In their 14th career meeting, Rafael Nadal and Gael Monfils battled in a Monte Carlo Rolex Masters final lasting two hours and 46 minutes. Monfils came into the contest looking to end his three-match losing streak against Nadal dating back to 2014. The last time the Frenchman came out on top was 2012 in Doha. Moreover, Nadal has never lost to Monfils on clay and today was no different; after a long semifinal match with Andy Murray, the lefty was able to overcome relentless hustle from his French opponent to take a, 7-5, 5-7, 6-0, win for his ninth career Monte Carlo title.
Nadal Overcomes Monfils' Flare
The first two games were used for the two players to get a feel for each other. It was far from the exciting tennis that would be played later in the set, though neither player conceded a break. In the third game, things began to get interesting and the tone of the match was set; Monfils saw his first chance to break serve with the advantage, but a skillfully executed chip-and-charge play by Nadal negated the advantage.
The next two points were won by the Spaniard--ending a grinded out game lasting over eight minutes. Flipping the scripts, Nadal was able to get a break point of his own, leading 30-40; a backhand into the net by the Frenchman cost him the break and put him in a 1-3 hole. Two errors and a double fault by Nadal gave his right-handed opponent three chances to break serve. On his third try, the world number 16 converted to break back. Despite facing two break points at 15-40, Monfils cranked out an ace to spark a run--allowing him to hold and bring the score to an even 3-3.
The world number five was able win the next two game while giving up just three points en route to a 5-3 lead. That gave Nadal a chance to serve out the set, but Monfils wouldn't go away--holding a 15-40 lead and two chances to get a break back. After the lefty won the next point, the two finalist split the next two points and Monfils finished the break on his third try. Once again, the set appeared to be over with the Spaniard up 15-40 with two chances to close out the set. A Nadal error--followed by an intelligent drop shot--brought the Frenchman back.
The 13th seed's next shot hit the net and the fifth seed faced his third set point. After 33 shots, Nadal finally cracked--hitting a backhand out and botching another opportunity. Catching his opponent by surprise, Monfils serve and volleyed and, after one more deuce, held serve to make the score 5-5. That game lasted over eight grueling minutes. An easy hold at 15 gave Nadal one more lead, and he wouldn't let it slip away. On his fifth set point chance, Nadal was gifted the set on a double fault that bounced erratically off the net and wide.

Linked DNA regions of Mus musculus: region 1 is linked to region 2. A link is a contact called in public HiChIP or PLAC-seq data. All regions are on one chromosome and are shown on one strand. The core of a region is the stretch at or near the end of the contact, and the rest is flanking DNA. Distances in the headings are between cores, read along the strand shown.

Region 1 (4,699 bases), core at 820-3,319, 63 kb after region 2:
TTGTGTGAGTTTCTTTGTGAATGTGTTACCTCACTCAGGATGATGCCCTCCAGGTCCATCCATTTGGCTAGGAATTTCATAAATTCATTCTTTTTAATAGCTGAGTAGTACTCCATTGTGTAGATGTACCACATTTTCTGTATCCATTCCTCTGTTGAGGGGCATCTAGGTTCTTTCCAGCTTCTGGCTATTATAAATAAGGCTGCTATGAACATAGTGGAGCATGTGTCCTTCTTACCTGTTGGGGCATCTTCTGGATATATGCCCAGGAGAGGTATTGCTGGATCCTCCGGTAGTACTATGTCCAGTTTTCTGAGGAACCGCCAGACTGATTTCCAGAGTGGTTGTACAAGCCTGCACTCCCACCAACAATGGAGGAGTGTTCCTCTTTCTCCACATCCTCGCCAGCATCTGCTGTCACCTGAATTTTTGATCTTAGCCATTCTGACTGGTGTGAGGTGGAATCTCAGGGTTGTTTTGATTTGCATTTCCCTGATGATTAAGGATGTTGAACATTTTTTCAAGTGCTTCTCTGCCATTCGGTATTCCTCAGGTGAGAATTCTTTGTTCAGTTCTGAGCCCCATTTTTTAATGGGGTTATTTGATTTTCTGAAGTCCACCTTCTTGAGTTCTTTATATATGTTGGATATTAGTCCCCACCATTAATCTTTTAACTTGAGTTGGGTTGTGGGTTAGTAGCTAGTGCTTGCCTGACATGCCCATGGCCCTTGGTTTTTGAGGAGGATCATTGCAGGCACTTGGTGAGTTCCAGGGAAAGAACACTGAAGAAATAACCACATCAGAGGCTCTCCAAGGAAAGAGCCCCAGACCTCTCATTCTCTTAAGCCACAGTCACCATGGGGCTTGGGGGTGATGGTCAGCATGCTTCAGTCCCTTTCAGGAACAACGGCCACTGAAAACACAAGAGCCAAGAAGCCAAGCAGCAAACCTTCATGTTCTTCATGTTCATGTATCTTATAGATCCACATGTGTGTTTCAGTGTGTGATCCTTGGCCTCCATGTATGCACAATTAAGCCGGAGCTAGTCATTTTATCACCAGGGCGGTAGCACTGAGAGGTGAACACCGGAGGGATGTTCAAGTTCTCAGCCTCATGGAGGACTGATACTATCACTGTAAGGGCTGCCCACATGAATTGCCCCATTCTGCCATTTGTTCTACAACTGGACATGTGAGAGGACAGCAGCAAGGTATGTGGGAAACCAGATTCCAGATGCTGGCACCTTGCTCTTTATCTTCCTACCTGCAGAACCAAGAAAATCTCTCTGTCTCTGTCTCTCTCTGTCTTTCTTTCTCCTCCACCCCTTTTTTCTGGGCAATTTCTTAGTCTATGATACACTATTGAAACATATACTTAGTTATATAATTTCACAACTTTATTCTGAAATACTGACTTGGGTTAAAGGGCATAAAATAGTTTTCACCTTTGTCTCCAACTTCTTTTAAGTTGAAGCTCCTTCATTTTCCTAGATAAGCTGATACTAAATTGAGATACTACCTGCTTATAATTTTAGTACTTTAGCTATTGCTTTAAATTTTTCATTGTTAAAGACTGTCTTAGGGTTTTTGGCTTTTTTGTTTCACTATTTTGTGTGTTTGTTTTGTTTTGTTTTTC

Nadal was able to overcome losing 71 percent of his second serve points, mostly, because he saw ten chances to break serve. The Spaniard also held a 74 percent to 54 percent advantage on first serves won.
Monfils Mounts A Comeback
A break in the third game gave Monfils a 2-1 lead, but, more importantly, it gave him hope. The Frenchman held in his next service game to take a 3-1 lead. Going for broke, the right-hander tried to get another break, but when he was unsuccessful, he didn't have enough left in the tank to hold his own serve; Nadal broke him at love to make the score even again at 3-3. A trade of breaks at 30 made the score 4-4.
Without missing a beat, Nadal followed his five break of the match with a hold at love. A 5-4 lead meant the Spaniard was one break away from being crowned champion. He wouldn't win another game for the rest of the set. Monfils held and after seven minutes and 48 seconds, Nadal was broken for the last time; one last hold sealed the deal and the Frenchman took the second set, 7-5.
The second serves won dipped even further for Nadal as he lost five of six in the set. However, he was able to get 85 percent of his first serves in, and that improvement spelled doom for his opposition.
Nadal Thunders His Way To Victory
After two thrilling sets, the last set was all Nadal; he won all six games to hand Monfils a bagel. The Frenchman looked exhausted while the Spaniard seemed to step his game up even further. Monfils won only nine points in the rout and didn't see a single break point.
With a, 7-5, 5-7, 6-0, victory, Nadal became one clay court title shy of tying Guillermo Vilas for most in the Open Era (Vilas has 49 to Nadal's 48). This victory also gives the Spaniard the confidence he needs to make a run at the French Open, and it also silences some very rowdy doubters.
Nadal still has the ATP 500 Barcelona Open and two more Masters 1000 events before Roland Garros, which he has won an astounding nine times. While he still has a long month ahead, this is certainly how Nadal wanted to begin clay court season--becoming the 2016 Monte-Carlo Rolex Masters Champion.